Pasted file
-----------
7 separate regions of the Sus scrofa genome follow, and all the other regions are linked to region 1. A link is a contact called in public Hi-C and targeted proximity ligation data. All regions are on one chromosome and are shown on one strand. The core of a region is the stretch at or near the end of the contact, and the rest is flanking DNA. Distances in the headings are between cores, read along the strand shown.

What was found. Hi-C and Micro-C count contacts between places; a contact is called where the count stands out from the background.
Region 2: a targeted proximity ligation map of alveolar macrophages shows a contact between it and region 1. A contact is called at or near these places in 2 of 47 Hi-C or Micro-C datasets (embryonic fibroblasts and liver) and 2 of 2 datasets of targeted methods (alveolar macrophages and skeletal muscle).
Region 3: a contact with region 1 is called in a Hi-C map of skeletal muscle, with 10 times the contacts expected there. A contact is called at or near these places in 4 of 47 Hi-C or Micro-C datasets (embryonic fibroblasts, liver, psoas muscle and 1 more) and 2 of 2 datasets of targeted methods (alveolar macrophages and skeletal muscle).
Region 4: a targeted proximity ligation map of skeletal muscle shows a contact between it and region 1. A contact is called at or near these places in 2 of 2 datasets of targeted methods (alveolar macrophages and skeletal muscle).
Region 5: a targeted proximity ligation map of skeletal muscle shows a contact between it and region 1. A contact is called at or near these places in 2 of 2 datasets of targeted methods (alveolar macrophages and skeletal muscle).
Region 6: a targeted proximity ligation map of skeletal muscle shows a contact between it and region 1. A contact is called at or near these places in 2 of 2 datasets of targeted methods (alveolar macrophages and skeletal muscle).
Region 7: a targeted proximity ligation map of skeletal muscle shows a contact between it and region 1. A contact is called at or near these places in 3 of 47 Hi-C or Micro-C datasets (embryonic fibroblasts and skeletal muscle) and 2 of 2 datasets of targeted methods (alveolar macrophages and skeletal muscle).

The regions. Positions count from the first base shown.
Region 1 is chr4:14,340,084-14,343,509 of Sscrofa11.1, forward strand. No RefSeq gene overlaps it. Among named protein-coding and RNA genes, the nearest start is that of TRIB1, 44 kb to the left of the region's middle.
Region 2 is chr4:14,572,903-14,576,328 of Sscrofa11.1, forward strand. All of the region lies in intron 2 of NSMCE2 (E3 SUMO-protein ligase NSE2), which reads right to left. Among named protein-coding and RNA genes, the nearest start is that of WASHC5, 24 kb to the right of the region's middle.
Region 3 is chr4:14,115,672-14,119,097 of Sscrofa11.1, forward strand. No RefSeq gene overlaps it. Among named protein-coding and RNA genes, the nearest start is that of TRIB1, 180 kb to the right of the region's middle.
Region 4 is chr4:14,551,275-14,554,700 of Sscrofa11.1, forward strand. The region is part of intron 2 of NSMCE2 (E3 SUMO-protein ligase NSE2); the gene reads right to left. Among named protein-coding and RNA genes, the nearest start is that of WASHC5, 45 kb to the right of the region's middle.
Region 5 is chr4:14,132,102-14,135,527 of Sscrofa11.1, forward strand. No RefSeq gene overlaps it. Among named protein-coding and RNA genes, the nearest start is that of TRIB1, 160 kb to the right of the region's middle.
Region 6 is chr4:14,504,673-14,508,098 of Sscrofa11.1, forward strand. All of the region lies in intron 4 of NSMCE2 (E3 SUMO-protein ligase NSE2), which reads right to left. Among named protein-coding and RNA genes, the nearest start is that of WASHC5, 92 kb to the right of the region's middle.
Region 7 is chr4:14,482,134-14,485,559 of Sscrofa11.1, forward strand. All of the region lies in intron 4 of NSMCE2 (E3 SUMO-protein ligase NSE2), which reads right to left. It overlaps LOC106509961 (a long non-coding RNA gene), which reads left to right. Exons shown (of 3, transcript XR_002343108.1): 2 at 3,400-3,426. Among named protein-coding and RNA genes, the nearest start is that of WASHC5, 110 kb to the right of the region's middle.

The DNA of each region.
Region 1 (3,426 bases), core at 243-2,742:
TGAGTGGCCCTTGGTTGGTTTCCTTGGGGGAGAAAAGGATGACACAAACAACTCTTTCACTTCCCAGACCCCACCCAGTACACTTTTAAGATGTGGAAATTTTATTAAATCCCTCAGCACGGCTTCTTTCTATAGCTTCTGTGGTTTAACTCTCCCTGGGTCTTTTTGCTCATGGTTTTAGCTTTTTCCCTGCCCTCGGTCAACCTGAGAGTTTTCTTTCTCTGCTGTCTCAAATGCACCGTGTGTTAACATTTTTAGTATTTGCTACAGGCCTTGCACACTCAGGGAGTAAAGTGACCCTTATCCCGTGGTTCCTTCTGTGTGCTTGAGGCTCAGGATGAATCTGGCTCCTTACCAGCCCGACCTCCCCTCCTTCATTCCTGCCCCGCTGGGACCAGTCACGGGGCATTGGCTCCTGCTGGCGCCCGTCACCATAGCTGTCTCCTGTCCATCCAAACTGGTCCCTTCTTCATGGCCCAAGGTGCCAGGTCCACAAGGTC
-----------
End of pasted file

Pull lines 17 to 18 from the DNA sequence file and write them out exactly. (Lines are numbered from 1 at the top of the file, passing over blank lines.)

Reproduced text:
The DNA of each region.
Region 1 (3,426 bases), core at 243-2,742: